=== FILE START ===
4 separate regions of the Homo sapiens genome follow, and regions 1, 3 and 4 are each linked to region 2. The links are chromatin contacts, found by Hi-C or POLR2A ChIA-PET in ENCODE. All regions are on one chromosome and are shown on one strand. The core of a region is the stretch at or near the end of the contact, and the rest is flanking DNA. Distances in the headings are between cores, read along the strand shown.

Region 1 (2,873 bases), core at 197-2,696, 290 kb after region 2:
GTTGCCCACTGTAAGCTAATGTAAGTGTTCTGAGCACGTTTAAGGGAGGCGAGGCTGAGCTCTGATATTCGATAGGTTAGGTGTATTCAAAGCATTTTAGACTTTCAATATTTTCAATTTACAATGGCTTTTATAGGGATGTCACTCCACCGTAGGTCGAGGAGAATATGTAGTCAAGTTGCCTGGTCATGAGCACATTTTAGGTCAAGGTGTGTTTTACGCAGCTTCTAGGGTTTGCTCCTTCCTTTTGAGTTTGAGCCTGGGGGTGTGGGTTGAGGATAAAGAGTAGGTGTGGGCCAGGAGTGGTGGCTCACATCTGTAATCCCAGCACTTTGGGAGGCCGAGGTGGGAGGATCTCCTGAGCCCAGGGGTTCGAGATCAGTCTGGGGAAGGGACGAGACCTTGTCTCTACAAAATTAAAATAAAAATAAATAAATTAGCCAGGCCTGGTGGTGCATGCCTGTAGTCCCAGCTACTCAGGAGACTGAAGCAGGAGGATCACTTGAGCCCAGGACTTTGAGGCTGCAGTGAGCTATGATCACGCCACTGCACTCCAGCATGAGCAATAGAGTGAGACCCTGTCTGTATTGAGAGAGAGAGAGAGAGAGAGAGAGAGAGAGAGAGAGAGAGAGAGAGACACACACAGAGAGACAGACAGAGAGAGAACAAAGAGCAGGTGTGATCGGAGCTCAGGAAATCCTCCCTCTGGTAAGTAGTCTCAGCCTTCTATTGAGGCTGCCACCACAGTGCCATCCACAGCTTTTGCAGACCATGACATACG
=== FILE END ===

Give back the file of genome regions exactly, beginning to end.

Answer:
4 separate regions of the Homo sapiens genome follow, and regions 1, 3 and 4 are each linked to region 2. The links are chromatin contacts, found by Hi-C or POLR2A ChIA-PET in ENCODE. All regions are on one chromosome and are shown on one strand. The core of a region is the stretch at or near the end of the contact, and the rest is flanking DNA. Distances in the headings are between cores, read along the strand shown.

Region 1 (2,873 bases), core at 197-2,696, 290 kb after region 2:
GTTGCCCACTGTAAGCTAATGTAAGTGTTCTGAGCACGTTTAAGGGAGGCGAGGCTGAGCTCTGATATTCGATAGGTTAGGTGTATTCAAAGCATTTTAGACTTTCAATATTTTCAATTTACAATGGCTTTTATAGGGATGTCACTCCACCGTAGGTCGAGGAGAATATGTAGTCAAGTTGCCTGGTCATGAGCACATTTTAGGTCAAGGTGTGTTTTACGCAGCTTCTAGGGTTTGCTCCTTCCTTTTGAGTTTGAGCCTGGGGGTGTGGGTTGAGGATAAAGAGTAGGTGTGGGCCAGGAGTGGTGGCTCACATCTGTAATCCCAGCACTTTGGGAGGCCGAGGTGGGAGGATCTCCTGAGCCCAGGGGTTCGAGATCAGTCTGGGGAAGGGACGAGACCTTGTCTCTACAAAATTAAAATAAAAATAAATAAATTAGCCAGGCCTGGTGGTGCATGCCTGTAGTCCCAGCTACTCAGGAGACTGAAGCAGGAGGATCACTTGAGCCCAGGACTTTGAGGCTGCAGTGAGCTATGATCACGCCACTGCACTCCAGCATGAGCAATAGAGTGAGACCCTGTCTGTATTGAGAGAGAGAGAGAGAGAGAGAGAGAGAGAGAGAGAGAGAGAGAGAGACACACACAGAGAGACAGACAGAGAGAGAACAAAGAGCAGGTGTGATCGGAGCTCAGGAAATCCTCCCTCTGGTAAGTAGTCTCAGCCTTCTATTGAGGCTGCCACCACAGTGCCATCCACAGCTTTTGCAGACCATGACATACG